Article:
As Norfolk Wildlife Trust's 2017 events programme comes to an end, Bayley Wooldridge looks back at this year’s event highlights: the four Cley Calling festivals.
To begin our celebrations for the year we had our first Cley Calling festival, Spring Song, tie in with International Dawn Chorus day. The aim of the festival was to link the natural music and wildlife of the marsh to music and art that has been inspired by the marshes. On Friday night two sound artists spent the night in one of the hides in order to record the dawn chorus, which was broadcast live on the International Dawn Chorus website. The artists gave two free talks on Saturday morning about the process of capturing sound and played some of their recordings (which can now be found on Richard Fair’s website). Throughout the festival we hosted an exhibition called Confluence project, which showcased the work of three artists who take inspiration from waterways and coastlines in East Anglia. The exhibition was connected to Sundays evening’s performance, which involved a piano improvisation and a multi-media visual arts performance. The education centre was transformed with a grand piano and a dark space with ever changing images projected onto one of the walls. This was the most alternative event we had run at Cley and it was great to try something new within the space.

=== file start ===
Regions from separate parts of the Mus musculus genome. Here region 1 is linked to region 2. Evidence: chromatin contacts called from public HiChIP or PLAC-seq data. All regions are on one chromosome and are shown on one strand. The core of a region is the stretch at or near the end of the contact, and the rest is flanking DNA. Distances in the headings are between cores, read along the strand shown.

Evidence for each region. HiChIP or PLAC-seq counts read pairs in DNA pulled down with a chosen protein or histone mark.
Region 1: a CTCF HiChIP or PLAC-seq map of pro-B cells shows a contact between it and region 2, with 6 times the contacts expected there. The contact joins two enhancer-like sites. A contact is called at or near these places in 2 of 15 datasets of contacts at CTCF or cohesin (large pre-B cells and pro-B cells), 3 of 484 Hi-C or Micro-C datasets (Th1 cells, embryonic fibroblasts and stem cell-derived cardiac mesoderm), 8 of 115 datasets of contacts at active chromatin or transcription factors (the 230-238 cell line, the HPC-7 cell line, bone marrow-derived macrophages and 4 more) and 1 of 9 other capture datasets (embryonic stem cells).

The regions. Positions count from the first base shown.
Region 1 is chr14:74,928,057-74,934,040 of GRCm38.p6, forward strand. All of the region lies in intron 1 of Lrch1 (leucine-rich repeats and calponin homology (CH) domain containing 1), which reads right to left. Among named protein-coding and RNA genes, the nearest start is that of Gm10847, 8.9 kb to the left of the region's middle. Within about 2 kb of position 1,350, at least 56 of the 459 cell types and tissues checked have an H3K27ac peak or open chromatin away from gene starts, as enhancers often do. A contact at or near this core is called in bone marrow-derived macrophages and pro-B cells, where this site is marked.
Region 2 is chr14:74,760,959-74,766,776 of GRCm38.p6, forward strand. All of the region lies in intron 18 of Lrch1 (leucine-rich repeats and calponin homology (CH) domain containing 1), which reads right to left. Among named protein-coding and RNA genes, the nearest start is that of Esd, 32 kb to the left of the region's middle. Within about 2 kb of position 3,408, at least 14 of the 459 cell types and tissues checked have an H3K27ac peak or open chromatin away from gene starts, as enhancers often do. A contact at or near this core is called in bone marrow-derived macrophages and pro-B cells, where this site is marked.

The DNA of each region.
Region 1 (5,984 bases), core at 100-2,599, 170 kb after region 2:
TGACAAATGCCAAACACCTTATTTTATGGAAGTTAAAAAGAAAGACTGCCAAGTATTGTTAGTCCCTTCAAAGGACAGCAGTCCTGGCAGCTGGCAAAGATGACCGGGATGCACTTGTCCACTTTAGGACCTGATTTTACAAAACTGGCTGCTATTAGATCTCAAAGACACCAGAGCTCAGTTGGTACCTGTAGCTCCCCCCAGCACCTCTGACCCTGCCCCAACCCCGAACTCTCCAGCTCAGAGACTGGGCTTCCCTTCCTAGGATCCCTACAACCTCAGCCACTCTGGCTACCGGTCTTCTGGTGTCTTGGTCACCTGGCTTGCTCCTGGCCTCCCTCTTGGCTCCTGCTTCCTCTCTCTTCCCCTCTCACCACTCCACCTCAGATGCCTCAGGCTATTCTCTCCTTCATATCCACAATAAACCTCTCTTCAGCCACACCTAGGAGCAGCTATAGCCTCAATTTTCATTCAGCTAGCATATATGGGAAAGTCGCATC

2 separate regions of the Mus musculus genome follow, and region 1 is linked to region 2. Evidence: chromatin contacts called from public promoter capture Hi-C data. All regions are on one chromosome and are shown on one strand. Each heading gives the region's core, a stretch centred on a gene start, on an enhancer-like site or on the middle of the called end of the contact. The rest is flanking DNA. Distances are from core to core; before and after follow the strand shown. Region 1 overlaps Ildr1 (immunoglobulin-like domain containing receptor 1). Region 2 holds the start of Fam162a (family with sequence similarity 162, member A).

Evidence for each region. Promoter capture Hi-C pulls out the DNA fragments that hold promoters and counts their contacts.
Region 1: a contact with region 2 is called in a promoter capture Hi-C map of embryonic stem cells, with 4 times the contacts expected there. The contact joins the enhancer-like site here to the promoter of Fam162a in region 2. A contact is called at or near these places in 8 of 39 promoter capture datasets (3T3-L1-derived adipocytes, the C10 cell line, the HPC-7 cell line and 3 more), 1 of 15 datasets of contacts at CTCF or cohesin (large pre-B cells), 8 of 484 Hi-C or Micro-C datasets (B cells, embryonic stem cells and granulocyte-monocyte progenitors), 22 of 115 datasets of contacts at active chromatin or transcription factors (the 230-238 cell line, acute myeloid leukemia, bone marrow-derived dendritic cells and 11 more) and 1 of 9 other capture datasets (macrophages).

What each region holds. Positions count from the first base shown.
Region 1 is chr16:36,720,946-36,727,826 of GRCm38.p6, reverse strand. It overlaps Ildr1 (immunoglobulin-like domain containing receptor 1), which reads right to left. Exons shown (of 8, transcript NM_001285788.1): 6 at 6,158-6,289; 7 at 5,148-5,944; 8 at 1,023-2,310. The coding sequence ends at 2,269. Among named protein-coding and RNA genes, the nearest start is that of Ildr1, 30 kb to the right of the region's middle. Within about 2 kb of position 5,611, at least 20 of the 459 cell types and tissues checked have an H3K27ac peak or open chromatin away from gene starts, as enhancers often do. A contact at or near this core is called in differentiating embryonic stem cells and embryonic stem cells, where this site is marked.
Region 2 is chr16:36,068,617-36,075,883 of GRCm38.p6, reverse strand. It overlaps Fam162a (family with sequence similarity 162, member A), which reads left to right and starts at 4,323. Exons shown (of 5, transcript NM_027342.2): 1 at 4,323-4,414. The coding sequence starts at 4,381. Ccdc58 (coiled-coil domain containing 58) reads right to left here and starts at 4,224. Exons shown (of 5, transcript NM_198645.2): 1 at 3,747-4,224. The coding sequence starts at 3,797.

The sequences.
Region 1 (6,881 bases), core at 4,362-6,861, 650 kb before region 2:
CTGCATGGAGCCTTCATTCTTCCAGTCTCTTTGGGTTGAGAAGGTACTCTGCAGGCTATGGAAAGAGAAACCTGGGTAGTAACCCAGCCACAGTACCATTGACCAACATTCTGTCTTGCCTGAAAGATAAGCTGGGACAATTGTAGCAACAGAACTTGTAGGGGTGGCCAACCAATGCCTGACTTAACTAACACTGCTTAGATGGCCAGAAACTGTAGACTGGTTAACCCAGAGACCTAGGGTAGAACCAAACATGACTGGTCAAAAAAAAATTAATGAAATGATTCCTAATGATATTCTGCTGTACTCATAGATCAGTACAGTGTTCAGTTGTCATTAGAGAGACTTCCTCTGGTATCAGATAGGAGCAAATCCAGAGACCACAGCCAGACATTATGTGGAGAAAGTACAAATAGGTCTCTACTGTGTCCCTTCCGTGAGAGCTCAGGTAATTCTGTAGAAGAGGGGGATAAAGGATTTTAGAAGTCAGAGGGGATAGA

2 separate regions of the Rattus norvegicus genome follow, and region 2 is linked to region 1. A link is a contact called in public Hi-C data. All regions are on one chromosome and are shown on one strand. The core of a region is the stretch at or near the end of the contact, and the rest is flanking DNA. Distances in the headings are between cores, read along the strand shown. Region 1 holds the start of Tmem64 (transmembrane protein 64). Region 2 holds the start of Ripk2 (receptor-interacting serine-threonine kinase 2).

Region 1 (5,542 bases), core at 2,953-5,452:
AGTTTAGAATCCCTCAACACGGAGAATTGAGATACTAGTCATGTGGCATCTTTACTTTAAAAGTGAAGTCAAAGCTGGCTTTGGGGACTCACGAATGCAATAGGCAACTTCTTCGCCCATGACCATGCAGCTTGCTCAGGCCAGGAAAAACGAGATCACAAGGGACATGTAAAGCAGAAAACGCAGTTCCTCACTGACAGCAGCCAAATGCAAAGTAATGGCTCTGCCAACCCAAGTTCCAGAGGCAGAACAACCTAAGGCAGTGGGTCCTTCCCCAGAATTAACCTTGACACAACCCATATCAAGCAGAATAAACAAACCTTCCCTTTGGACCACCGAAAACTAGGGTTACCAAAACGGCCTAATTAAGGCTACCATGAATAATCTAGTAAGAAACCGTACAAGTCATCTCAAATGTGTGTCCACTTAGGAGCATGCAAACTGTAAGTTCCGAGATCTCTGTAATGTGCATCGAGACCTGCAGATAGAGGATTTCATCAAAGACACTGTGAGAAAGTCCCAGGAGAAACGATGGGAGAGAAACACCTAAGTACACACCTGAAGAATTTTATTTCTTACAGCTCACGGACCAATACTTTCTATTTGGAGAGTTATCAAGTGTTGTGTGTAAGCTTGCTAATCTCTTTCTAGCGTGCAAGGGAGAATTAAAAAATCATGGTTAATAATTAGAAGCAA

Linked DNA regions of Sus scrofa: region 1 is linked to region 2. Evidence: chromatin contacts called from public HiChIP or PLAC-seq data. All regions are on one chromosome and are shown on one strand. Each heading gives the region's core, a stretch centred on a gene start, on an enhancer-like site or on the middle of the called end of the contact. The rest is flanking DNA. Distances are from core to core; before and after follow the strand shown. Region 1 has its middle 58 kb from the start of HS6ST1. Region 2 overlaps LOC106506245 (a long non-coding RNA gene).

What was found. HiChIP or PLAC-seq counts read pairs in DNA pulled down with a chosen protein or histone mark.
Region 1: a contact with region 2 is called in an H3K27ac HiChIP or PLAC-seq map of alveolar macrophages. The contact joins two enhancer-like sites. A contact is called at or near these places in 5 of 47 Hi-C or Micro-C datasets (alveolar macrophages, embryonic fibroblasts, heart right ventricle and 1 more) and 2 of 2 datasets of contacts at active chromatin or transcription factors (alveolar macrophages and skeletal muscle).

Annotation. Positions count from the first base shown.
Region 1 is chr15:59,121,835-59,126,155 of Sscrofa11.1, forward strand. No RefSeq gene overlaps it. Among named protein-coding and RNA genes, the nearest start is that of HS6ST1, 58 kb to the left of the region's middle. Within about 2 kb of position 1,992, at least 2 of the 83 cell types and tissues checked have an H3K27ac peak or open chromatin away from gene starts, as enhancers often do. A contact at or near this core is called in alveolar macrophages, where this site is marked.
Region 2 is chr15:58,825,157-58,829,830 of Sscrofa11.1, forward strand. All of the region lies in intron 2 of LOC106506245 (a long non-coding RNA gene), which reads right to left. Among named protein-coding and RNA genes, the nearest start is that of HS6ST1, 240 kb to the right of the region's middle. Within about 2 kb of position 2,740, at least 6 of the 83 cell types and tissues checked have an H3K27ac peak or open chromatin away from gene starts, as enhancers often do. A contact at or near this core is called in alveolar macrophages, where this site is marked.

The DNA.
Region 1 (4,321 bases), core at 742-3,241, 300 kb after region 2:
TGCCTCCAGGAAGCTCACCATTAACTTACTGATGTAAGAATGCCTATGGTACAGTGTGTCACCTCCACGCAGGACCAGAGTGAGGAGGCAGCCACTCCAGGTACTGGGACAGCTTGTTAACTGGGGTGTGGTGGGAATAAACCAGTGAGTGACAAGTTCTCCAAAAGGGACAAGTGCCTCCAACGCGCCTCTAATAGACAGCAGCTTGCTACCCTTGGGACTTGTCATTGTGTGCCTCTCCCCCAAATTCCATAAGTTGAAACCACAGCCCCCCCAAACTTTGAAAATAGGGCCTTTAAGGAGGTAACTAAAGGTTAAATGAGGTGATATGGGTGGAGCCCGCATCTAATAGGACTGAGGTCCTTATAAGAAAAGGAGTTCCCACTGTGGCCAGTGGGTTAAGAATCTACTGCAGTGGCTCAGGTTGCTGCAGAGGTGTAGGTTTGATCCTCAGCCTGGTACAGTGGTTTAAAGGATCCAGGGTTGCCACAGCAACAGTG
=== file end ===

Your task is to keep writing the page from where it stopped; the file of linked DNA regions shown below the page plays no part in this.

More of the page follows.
We hope everyone who journeyed to Cley Marshes this year had a truly unforgettable experience, and we would be delighted to welcome you all back to our beautiful reserve in 2018. From all of us at Cley Marshes, we thank you for supporting our work, and wish you a very Merry Christmas and a Happy New Year.
The Cley Calling festivals were made possible thanks to funding from the National Lottery through the Heritage Lottery Fund.